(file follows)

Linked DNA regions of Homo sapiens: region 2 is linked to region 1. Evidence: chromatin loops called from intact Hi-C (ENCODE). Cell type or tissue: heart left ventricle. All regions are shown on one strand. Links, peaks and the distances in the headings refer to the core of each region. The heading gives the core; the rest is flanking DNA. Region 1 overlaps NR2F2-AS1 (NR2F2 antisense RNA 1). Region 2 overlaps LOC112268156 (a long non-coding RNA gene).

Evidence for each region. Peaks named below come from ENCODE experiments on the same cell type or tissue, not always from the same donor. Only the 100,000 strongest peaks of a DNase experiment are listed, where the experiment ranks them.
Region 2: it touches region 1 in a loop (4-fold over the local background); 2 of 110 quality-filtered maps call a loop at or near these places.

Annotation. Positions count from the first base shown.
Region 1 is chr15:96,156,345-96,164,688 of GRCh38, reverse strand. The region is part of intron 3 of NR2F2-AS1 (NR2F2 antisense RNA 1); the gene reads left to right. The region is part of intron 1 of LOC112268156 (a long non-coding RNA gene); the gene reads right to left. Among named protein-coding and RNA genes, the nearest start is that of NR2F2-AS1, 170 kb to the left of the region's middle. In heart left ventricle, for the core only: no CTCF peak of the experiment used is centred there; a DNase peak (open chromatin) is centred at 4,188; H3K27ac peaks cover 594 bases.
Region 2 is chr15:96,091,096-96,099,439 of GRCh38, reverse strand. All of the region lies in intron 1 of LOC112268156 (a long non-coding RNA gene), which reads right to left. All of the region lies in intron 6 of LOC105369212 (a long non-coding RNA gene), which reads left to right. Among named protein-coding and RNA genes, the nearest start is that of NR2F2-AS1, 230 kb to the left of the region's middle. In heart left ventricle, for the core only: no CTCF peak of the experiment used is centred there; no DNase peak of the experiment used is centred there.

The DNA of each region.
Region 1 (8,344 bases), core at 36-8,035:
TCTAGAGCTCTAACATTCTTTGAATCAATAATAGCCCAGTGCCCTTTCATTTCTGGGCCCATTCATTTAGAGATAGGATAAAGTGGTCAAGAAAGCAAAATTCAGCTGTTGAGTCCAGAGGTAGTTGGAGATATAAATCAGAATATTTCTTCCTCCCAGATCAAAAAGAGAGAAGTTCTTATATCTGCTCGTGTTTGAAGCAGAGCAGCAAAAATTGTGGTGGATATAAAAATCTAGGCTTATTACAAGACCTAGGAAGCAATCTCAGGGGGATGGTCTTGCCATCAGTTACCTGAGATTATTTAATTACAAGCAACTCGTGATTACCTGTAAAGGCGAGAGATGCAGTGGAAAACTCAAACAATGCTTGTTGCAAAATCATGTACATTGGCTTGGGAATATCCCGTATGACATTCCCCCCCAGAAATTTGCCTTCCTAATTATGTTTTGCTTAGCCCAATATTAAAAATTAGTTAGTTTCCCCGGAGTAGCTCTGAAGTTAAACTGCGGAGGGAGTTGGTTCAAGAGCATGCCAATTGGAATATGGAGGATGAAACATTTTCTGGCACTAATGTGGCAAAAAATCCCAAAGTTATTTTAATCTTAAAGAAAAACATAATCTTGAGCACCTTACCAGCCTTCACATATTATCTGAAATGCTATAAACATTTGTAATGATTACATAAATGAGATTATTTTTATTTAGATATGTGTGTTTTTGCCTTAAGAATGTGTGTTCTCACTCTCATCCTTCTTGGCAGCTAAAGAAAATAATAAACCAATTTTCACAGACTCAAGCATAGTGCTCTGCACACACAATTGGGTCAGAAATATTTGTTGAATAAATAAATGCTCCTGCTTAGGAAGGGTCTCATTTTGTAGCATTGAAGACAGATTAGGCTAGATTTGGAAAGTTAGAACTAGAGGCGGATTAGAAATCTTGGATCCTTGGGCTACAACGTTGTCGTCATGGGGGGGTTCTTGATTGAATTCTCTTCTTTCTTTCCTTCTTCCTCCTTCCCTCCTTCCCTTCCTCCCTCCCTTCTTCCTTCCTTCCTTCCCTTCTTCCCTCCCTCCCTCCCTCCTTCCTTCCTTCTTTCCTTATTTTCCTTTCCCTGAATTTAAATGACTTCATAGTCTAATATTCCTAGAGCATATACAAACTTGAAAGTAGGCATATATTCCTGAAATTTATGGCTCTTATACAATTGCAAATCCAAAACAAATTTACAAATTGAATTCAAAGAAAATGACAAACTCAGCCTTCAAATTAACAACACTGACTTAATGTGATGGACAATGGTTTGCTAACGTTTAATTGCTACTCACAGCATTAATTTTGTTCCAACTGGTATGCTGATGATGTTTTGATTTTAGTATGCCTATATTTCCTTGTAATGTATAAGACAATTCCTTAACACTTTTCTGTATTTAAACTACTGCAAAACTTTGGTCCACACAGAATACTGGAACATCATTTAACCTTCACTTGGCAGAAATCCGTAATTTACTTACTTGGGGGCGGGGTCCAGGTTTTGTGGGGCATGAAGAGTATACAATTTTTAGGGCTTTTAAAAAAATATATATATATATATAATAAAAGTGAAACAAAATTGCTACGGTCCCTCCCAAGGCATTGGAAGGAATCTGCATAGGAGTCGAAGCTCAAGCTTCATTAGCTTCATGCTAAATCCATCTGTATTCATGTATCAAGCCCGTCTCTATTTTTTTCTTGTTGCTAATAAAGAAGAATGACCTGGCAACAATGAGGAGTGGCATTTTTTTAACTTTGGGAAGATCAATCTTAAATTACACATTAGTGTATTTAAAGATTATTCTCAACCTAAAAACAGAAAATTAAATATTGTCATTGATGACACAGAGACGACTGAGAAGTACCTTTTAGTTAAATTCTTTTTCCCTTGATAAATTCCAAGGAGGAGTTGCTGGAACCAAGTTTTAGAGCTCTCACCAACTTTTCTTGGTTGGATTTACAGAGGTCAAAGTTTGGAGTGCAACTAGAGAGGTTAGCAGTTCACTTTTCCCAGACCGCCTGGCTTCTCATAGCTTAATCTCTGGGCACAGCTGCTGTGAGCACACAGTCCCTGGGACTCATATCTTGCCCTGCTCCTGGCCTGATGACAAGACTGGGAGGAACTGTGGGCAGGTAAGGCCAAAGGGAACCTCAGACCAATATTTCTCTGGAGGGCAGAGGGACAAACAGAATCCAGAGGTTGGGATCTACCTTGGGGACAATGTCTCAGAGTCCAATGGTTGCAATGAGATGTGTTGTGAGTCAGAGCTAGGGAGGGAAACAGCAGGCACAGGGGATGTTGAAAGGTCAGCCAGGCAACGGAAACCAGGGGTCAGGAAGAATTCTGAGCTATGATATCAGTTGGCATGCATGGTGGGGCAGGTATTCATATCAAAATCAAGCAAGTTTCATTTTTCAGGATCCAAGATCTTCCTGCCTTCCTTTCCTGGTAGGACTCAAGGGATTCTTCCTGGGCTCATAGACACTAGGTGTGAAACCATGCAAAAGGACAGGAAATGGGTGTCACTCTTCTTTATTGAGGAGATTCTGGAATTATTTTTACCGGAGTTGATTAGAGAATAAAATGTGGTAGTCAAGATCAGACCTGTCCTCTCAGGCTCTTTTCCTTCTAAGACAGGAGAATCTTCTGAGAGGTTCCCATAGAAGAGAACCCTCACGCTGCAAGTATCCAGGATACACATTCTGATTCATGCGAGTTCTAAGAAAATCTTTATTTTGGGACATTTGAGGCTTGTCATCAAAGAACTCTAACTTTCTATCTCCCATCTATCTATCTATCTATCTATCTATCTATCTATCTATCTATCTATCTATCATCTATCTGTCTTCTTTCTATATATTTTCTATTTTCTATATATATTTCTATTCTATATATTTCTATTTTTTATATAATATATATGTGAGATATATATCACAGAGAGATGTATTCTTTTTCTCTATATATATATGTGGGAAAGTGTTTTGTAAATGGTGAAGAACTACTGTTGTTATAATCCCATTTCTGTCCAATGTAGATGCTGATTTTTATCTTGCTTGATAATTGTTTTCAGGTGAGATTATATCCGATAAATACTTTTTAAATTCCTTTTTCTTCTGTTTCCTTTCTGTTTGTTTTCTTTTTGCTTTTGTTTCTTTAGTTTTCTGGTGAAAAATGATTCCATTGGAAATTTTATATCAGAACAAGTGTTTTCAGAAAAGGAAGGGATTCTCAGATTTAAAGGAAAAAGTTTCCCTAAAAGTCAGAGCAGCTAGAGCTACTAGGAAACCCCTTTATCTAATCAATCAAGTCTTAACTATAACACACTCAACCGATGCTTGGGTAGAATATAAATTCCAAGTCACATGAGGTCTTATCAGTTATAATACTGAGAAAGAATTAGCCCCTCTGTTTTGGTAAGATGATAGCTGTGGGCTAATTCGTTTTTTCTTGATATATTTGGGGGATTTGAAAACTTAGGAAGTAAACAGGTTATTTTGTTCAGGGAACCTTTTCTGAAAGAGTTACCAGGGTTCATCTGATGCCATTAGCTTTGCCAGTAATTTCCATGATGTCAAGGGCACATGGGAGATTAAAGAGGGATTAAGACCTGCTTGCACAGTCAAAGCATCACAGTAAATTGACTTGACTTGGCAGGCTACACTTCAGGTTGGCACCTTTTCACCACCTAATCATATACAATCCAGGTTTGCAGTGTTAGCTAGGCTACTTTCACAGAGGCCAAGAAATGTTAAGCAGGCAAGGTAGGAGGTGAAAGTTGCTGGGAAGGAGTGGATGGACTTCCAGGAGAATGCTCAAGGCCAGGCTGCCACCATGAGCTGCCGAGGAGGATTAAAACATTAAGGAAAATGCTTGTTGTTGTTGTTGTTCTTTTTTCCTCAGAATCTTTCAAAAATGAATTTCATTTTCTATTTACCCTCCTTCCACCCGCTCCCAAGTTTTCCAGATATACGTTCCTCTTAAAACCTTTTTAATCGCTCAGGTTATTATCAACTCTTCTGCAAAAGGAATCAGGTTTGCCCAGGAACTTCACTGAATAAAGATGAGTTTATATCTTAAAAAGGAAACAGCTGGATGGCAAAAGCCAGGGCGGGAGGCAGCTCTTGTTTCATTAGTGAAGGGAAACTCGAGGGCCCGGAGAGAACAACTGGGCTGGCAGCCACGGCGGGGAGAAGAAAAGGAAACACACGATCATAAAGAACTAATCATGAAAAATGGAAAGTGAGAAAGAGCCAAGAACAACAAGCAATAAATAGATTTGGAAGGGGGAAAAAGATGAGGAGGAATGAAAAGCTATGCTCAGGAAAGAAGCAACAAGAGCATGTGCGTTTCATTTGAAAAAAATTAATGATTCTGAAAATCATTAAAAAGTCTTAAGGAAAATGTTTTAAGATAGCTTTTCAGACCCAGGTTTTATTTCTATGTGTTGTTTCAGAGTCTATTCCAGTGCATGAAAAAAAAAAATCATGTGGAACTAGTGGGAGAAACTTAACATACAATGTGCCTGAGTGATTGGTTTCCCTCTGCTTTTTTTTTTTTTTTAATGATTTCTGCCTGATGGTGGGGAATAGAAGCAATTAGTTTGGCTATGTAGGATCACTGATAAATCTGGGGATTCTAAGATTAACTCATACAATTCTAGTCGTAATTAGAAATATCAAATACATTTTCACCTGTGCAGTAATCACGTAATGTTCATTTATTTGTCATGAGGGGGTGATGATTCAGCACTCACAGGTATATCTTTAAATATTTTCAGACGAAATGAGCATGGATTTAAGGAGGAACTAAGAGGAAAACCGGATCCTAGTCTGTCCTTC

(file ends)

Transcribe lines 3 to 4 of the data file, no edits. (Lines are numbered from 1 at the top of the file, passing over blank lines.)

Region 2: it touches region 1 in a loop (4-fold over the local background); 2 of 110 quality-filtered maps call a loop at or near these places.

Annotation. Positions count from the first base shown.